How high should the gas tax be?

Jan 2009
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#1
The gas tax is an interesting issue. The US has some of the lowest gas prices in the world due to some of the lowest gas taxes, but many economists including some politically conservative ones (i.e. Mankiw) believe that the gas tax should be higher as a sort of Pigovian tax due to its negative impact on the environment.

Of course calling for higher gas prices in the US is almost equivalent to political suicide and is why few if any people in government want to pursue it.

What are everyone's thoughts here?
 
Mar 2009
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Undisclosed
#2
The gas tax is an interesting issue. The US has some of the lowest gas prices in the world due to some of the lowest gas taxes, but many economists including some politically conservative ones (i.e. Mankiw) believe that the gas tax should be higher as a sort of Pigovian tax due to its negative impact on the environment.

Of course calling for higher gas prices in the US is almost equivalent to political suicide and is why few if any people in government want to pursue it.

What are everyone's thoughts here?
I think raising gas taxes at this time would flush any "recovery" down the toilet. But I would like to see them commit "political suicide". That would get some new blood in the system.
 
Jan 2009
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#4
Raise it by $0.001. Drop that dangling 9 and raise millions in tax revenue.
Eh, not really. The 9/10 is probably a marketing thing like .99 cents (1.99, 2.99, etc.) why actually raises sales. So taxing it by $0.001 would first of all just lead to the companies changing prices so they still end in 9/10 and if the companies didn't do that, they might sell less and the overall tax revenue could actually go down.
 
Jun 2012
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#5
Raising the tax isn't going to solve much of the problem, what it will do is increase the profit that the representatives we've elected get every quarter. The gas tax was meant to fund the building and upkeep of the nations infrastructure. We all know how that is going, bridges barely hanging on in being safe and our highway system becoming strained with the amount of vehicles.
 
Jan 2009
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#6
Raising the tax isn't going to solve much of the problem, what it will do is increase the profit that the representatives we've elected get every quarter. The gas tax was meant to fund the building and upkeep of the nations infrastructure. We all know how that is going, bridges barely hanging on in being safe and our highway system becoming strained with the amount of vehicles.
My point with this thread is less as a way to increase fiscal revenue (although that would not be a horrible thing given the budget deficit) and more as a Pigouvian tax due to the detrimental environmental effects- the negative externalities.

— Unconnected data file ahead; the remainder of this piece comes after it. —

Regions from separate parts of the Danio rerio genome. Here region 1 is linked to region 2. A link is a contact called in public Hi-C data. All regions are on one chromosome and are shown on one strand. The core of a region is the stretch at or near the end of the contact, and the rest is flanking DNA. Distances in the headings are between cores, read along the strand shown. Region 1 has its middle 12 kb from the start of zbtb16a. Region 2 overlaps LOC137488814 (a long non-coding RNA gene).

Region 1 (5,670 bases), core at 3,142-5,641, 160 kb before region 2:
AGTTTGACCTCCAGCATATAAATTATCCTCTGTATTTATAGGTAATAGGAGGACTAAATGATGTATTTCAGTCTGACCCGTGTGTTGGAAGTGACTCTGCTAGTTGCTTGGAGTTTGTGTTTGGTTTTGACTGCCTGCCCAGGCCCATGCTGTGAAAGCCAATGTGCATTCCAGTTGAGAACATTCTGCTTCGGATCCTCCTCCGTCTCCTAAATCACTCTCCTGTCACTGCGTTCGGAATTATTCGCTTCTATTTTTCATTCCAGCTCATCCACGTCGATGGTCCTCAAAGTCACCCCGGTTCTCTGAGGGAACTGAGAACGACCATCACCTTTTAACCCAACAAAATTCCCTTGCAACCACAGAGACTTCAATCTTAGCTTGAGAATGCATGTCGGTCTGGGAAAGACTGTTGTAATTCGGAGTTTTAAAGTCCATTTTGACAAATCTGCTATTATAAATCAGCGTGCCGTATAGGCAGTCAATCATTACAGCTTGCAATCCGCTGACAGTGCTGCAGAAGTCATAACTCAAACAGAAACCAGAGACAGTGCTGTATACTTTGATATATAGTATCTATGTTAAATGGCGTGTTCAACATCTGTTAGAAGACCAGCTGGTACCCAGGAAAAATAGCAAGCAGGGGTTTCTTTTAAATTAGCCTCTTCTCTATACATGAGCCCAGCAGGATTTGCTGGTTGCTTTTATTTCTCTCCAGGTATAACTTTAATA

Jan 2012
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#7
i don't think applying a pigouvian tax will decrease consumption, it will raise the cost of everything, unless there was an exemption clause for commercial usage. don't forget everything that people consume relies on fuel, unless you can acquire everything without using vehicular transport. the goods in stores will ride on the same trucks on the same freeways. the professionals who use vehicles to transport themselves to their profession will have to pay more, no matter what car they own.

taxes as punisment dose not work, if you want people to consume less fuel offer a mor fuel effetiant vehical that amounts to more than a silly novelty.

one idea is making them like a locomotive
 
Jan 2009
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#8
i don't think applying a pigouvian tax will decrease consumption, it will raise the cost of everything, unless there was an exemption clause for commercial usage. don't forget everything that people consume relies on fuel, unless you can acquire everything without using vehicular transport. the goods in stores will ride on the same trucks on the same freeways. the professionals who use vehicles to transport themselves to their profession will have to pay more, no matter what car they own.
In practice it does work though. People find ways to use less gas- carpooling, public transport if they are in cities, etc.

taxes as punisment dose not work
Except it does and if the gain from tax outweighes the deadweight loss it creates, then it might be a good tax to have.
 
Jan 2012
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#9
In practice it does work though. People find ways to use less gas- carpooling, public transport if they are in cities, etc.
But people commuting are not the only consumers of fuel. And it punishes everyone. Jaking up the price of fuel will raise the cost of public transport and carpooling also.
Except it does and if the gain from tax outweighes the deadweight loss it creates, then it might be a good tax to have.
That is a matter of opinion. I think we loose something more than money when we allow our government to decide what is right and wrong for us. Basically put, if govenment dictates morality, it becomes a tyrant.
 
Jan 2009
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#10